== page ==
|This film takes place in a time when people were scared |
1) With the casting of Darren McGavin in this role, we witness the perfect fusion of character and actor. Even though the role was not written with him in mind, Carl Kolchak seems tailor made for McGavin's hardboiled sensibilities, resulting in a reporter who seems to harken back to an earlier time, a man who believes in breaking past the truth....resulting in him knowing the secrets of the universe and, Cassandra-like, being shunned for it.
2) And it's fortunate McGavin--whose prior claim to fame was playing Mike Hammer on television--fit the role so well, because so much of Richard Matheson's excellent script is structured like a hardboiled crime film in its pacing, its language and its visual look. And because the first act of the film plays like a straight detective story about a serial killer stalking Las Vegas, the ultimate revelation about who and what Janos Skozeny is becomes all the more shocking.
3) You know, Gail is pretty much a thankless task assayed by a mediocre actress in Carol Lynley...but it has to be admitted that she has a real chemistry with McGavin, and gives us a very rare aspect of the character we don't get in either the sequel or the television series that resulted from this film's success. Seeing her interact with Carl softens him slightly and grounds him as a human being--thus giving those moments where he's desperate and scared have more impact.
4) Another thing that makes this film so unique is the way director John Llewellyn Moxey goes with a cinema verite style. The way the scenes play out in the first twenty minutes of the film seems so naturalistic....and yet there are these weird, strange elements in these very same scenes. It's another reason why the film feels real to us, making the surreal elements feel all the more shocking when they emerge.
|Down these mean Las Vegas Streets one of the greatest|
characters in televsion history drives.....
5) ...and another thing that helps create the veracity of this film? We don't see Barry Atwater's Janos Skorzeny until over twenty minutes of the movie's seventy-five minutes running time, and don't see him clearly until thirty minutes. That's an eternity when you take into account this was designed to run with commercial breaks. It makes us almost accept that this might be a legitimate crime thriller about a killer he thinks he's a vampire...until we see Atwater's shadowy over-the-shoulder form strangling a german shepherd while its owner looks on frozen in fear.
6) One of the genius touches of Matheson's script is something that becomes a hallmark of the character--namely, the little character sketch of each victim we get before she makes her disappearance. It further re-enforces the film noir atmosphere of the movie and gives us a degree of sympathy for what amounts to cannon fodder. And given each mini-essay is being recited in McGavin's wonderfully world-weary and cynical voice...well, it works.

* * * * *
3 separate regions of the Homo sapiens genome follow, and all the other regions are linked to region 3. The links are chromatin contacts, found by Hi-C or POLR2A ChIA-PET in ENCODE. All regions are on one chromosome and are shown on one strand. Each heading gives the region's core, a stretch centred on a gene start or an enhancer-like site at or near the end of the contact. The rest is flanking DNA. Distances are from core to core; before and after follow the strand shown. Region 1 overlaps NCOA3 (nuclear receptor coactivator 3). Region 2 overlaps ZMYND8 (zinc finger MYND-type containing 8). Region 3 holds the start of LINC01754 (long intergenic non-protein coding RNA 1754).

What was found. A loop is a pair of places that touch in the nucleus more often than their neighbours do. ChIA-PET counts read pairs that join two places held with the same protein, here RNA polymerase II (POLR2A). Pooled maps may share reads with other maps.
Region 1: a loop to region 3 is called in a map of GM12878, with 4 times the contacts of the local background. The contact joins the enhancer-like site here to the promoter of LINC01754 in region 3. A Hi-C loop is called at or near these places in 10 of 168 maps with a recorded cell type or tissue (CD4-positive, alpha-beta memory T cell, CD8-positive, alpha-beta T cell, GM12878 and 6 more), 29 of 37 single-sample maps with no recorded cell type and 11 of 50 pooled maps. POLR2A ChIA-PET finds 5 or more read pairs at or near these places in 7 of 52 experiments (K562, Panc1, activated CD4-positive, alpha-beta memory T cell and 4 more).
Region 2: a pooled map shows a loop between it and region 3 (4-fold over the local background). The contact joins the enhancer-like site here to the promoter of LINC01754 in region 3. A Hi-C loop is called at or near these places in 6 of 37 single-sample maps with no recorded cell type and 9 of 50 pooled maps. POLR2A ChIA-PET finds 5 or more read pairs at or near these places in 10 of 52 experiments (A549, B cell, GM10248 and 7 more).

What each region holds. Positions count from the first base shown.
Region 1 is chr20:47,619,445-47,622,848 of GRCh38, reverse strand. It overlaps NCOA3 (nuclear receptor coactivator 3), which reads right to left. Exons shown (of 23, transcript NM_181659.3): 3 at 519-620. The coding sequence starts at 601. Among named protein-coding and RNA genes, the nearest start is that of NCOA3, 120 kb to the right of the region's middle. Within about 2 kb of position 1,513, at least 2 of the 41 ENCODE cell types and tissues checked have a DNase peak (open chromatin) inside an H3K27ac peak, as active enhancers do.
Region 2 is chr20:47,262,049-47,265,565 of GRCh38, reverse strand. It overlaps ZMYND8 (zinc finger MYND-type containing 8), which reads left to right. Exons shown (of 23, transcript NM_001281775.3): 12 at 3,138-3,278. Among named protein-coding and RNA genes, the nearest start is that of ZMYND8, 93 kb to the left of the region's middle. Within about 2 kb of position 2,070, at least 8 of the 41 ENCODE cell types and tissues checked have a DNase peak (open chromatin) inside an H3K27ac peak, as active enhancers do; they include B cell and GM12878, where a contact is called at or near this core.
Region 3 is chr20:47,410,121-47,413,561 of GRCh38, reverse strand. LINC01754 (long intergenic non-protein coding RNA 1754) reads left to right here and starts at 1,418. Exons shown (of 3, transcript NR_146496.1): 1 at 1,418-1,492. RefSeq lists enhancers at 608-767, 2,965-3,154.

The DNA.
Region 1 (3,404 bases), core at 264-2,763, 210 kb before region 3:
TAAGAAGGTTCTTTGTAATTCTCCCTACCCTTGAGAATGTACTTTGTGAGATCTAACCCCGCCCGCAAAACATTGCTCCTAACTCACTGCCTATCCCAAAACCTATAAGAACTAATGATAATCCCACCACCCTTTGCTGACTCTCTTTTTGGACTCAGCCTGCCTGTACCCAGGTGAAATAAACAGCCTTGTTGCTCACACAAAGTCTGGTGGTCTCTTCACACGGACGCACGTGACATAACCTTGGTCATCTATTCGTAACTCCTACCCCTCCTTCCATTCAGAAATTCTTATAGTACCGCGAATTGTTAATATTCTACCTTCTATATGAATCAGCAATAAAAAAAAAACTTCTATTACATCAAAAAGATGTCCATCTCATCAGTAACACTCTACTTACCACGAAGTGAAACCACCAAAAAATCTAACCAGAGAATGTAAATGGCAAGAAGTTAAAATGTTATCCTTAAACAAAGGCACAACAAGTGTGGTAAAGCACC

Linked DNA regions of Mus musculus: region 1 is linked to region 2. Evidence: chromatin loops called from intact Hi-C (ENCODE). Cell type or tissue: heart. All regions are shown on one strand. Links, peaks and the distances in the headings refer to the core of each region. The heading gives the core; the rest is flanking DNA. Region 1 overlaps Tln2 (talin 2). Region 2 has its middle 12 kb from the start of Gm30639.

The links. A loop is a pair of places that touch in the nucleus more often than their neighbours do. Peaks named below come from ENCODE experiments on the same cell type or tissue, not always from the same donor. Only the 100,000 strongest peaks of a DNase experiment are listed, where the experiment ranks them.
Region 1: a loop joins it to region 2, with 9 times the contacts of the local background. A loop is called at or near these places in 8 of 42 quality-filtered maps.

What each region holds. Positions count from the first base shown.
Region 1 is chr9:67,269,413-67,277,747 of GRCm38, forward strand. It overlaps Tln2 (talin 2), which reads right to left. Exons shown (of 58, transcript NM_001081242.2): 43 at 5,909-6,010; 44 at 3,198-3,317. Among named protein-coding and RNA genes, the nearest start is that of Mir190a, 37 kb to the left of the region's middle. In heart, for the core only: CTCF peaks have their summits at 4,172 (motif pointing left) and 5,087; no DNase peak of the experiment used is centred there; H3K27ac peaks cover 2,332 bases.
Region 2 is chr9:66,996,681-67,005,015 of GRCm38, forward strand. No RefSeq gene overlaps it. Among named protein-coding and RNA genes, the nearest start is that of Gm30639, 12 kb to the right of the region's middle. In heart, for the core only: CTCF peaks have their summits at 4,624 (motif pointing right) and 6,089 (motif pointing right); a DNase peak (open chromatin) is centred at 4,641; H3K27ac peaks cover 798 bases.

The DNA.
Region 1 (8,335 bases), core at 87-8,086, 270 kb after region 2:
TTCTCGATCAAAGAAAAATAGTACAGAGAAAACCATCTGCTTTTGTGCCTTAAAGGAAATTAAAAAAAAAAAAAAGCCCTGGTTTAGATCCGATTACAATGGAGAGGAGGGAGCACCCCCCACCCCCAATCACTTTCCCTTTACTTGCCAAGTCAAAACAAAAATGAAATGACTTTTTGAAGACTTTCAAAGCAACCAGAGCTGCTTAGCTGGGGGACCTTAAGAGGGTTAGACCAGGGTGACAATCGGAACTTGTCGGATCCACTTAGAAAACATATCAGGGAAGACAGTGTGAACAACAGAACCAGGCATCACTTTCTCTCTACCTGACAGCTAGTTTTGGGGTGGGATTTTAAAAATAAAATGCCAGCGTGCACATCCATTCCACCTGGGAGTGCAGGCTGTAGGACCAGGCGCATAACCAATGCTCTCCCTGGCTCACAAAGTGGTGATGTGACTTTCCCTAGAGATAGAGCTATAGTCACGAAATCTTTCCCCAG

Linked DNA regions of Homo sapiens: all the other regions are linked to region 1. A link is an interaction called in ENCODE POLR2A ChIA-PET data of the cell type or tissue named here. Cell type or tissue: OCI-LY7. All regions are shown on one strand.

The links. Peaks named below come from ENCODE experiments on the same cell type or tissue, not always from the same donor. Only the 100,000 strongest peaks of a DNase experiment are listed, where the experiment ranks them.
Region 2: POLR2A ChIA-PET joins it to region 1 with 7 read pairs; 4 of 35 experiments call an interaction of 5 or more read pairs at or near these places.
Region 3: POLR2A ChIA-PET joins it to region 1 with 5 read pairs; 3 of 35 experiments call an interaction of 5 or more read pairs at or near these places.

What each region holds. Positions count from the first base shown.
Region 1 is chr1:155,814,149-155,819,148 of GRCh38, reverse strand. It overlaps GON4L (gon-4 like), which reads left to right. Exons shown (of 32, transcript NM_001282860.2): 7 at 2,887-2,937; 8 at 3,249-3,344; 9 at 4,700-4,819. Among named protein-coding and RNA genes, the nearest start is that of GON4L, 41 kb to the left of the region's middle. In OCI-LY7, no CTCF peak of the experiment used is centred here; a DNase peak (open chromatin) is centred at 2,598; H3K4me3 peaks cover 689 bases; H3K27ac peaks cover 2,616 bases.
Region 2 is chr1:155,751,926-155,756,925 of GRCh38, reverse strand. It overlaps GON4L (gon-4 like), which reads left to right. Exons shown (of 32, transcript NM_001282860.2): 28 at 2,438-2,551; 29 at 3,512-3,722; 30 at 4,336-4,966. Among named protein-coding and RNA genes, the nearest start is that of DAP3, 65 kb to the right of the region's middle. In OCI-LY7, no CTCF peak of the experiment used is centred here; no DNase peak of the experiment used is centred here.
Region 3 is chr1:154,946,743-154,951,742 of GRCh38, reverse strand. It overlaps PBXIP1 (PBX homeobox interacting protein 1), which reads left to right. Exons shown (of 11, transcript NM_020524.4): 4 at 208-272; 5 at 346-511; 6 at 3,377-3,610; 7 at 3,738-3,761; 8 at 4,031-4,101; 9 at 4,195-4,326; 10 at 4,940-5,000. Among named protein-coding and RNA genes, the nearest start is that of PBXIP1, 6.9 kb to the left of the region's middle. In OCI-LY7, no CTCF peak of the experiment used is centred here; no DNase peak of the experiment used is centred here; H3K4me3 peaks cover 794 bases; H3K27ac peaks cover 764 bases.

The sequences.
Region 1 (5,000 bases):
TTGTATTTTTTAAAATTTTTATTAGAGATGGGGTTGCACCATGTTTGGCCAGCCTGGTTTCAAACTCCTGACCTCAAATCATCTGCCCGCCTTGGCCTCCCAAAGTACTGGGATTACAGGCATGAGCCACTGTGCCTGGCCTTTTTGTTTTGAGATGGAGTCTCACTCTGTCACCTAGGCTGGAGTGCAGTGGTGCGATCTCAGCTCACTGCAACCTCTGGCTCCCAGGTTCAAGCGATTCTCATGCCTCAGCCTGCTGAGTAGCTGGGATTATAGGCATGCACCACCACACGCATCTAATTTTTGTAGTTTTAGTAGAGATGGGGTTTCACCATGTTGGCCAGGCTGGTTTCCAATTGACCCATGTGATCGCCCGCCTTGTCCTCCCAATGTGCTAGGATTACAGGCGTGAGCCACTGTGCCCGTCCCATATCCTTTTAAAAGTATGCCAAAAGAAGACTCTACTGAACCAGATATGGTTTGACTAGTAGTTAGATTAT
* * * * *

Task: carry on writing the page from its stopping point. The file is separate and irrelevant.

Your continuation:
7) You know, even though the film has that wonderful score by Robert Cobert that's this combination of jazz and electronic howls and screams, I love how so much of the movie happens quietly. There are long stretches where the only sound is the dialogue and ambient background noise. Moxey trust the script so much he allows it to stand out unsweetened by music--something that would never happen in the modern day.
|Anyone wh knows their film noir knows this triumph|
will end up leaving a bitter taste in Kolchak's mouth...
8) This film also benefits one hundred percent from being shot recognizably on location in Las Vegas. The shots of Kolchak driving down the Strip, or of these people wandering through the casinos once more add to the reality of the story and makes it feel realer than other comtemporary horror films.
9) As much as I love McGavin's portrayal of Kolchak, I suspect I wouldn't love it so much if he wasn't paired up with Simon Oakland's Vincenzo. It's not just that McGavin and Oakland's chemistry is palatable, or that they both play up to and subvert the cliche of their roles...it's that the tension between them makes the ultimate resolution of their relationship as reporter and editor all the more impactful. Oakland's entire role plays up to that single line...'You're a Hell of a reporter,' and when we hear that line, delivered in that way, we know what's about to happen is Not Going To Be Good.
10) ...which brings us to the ending, and I love how dark it is. Kolchak saves the city, and is thanked with the threat of prison, his story being suppressed, being forcibly separated from his fiance' and run out of town. This is absolutely in keeping with the film noir world view that Curtis, Moxey and Matheson has maintained since the first moment of the story. And it leads to the exquisite last moment, where Kolchak makes a decision about what to do with what he knows, which is at turns funny and appropriate.
Overall...one of my favorite television films, a film noir crime story with a strong supernatural element that has at its core one of the greatest television characters in history. Essential viewing.